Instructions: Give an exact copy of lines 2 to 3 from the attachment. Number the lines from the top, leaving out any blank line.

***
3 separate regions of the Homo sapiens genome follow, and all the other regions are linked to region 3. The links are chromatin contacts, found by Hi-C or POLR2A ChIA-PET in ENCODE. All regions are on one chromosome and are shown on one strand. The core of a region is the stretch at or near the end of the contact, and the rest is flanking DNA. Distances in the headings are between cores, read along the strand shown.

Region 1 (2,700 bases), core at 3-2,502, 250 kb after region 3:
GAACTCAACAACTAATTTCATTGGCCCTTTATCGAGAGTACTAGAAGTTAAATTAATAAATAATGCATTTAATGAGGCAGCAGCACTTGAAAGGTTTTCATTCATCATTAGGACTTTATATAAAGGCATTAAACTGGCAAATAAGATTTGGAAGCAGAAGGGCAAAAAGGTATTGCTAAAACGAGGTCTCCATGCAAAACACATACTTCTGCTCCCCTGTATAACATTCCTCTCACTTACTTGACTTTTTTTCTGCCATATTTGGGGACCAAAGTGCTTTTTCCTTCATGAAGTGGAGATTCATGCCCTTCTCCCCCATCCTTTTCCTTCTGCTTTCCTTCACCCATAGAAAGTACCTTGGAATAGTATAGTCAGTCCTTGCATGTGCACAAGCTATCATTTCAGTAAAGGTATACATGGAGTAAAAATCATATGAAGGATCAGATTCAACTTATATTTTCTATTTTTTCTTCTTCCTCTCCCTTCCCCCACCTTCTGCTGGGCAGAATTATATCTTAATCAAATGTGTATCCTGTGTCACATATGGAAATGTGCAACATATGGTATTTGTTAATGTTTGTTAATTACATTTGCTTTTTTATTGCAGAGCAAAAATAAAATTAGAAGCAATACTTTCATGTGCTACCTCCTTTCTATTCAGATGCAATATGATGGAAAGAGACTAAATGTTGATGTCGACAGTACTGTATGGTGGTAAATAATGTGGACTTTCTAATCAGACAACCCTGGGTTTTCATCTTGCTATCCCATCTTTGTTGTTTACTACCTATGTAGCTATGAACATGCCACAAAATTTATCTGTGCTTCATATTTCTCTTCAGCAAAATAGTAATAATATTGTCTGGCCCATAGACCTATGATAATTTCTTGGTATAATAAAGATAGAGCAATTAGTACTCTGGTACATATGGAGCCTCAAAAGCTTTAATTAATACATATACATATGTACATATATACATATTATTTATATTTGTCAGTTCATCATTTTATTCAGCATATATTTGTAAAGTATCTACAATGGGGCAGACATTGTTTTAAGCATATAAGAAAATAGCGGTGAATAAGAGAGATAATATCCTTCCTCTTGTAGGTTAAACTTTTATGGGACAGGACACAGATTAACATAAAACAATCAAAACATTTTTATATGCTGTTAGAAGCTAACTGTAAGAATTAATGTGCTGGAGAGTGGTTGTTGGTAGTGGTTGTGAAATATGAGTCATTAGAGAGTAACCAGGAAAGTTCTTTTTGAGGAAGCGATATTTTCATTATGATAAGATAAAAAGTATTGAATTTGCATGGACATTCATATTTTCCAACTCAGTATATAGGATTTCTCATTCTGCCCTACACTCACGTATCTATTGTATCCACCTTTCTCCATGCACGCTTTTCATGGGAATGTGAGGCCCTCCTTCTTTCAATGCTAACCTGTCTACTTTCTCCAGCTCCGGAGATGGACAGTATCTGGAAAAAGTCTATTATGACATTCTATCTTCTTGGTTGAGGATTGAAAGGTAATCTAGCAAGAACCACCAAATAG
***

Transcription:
Region 1 (2,700 bases), core at 3-2,502, 250 kb after region 3:
GAACTCAACAACTAATTTCATTGGCCCTTTATCGAGAGTACTAGAAGTTAAATTAATAAATAATGCATTTAATGAGGCAGCAGCACTTGAAAGGTTTTCATTCATCATTAGGACTTTATATAAAGGCATTAAACTGGCAAATAAGATTTGGAAGCAGAAGGGCAAAAAGGTATTGCTAAAACGAGGTCTCCATGCAAAACACATACTTCTGCTCCCCTGTATAACATTCCTCTCACTTACTTGACTTTTTTTCTGCCATATTTGGGGACCAAAGTGCTTTTTCCTTCATGAAGTGGAGATTCATGCCCTTCTCCCCCATCCTTTTCCTTCTGCTTTCCTTCACCCATAGAAAGTACCTTGGAATAGTATAGTCAGTCCTTGCATGTGCACAAGCTATCATTTCAGTAAAGGTATACATGGAGTAAAAATCATATGAAGGATCAGATTCAACTTATATTTTCTATTTTTTCTTCTTCCTCTCCCTTCCCCCACCTTCTGCTGGGCAGAATTATATCTTAATCAAATGTGTATCCTGTGTCACATATGGAAATGTGCAACATATGGTATTTGTTAATGTTTGTTAATTACATTTGCTTTTTTATTGCAGAGCAAAAATAAAATTAGAAGCAATACTTTCATGTGCTACCTCCTTTCTATTCAGATGCAATATGATGGAAAGAGACTAAATGTTGATGTCGACAGTACTGTATGGTGGTAAATAATGTGGACTTTCTAATCAGACAACCCTGGGTTTTCATCTTGCTATCCCATCTTTGTTGTTTACTACCTATGTAGCTATGAACATGCCACAAAATTTATCTGTGCTTCATATTTCTCTTCAGCAAAATAGTAATAATATTGTCTGGCCCATAGACCTATGATAATTTCTTGGTATAATAAAGATAGAGCAATTAGTACTCTGGTACATATGGAGCCTCAAAAGCTTTAATTAATACATATACATATGTACATATATACATATTATTTATATTTGTCAGTTCATCATTTTATTCAGCATATATTTGTAAAGTATCTACAATGGGGCAGACATTGTTTTAAGCATATAAGAAAATAGCGGTGAATAAGAGAGATAATATCCTTCCTCTTGTAGGTTAAACTTTTATGGGACAGGACACAGATTAACATAAAACAATCAAAACATTTTTATATGCTGTTAGAAGCTAACTGTAAGAATTAATGTGCTGGAGAGTGGTTGTTGGTAGTGGTTGTGAAATATGAGTCATTAGAGAGTAACCAGGAAAGTTCTTTTTGAGGAAGCGATATTTTCATTATGATAAGATAAAAAGTATTGAATTTGCATGGACATTCATATTTTCCAACTCAGTATATAGGATTTCTCATTCTGCCCTACACTCACGTATCTATTGTATCCACCTTTCTCCATGCACGCTTTTCATGGGAATGTGAGGCCCTCCTTCTTTCAATGCTAACCTGTCTACTTTCTCCAGCTCCGGAGATGGACAGTATCTGGAAAAAGTCTATTATGACATTCTATCTTCTTGGTTGAGGATTGAAAGGTAATCTAGCAAGAACCACCAAATAG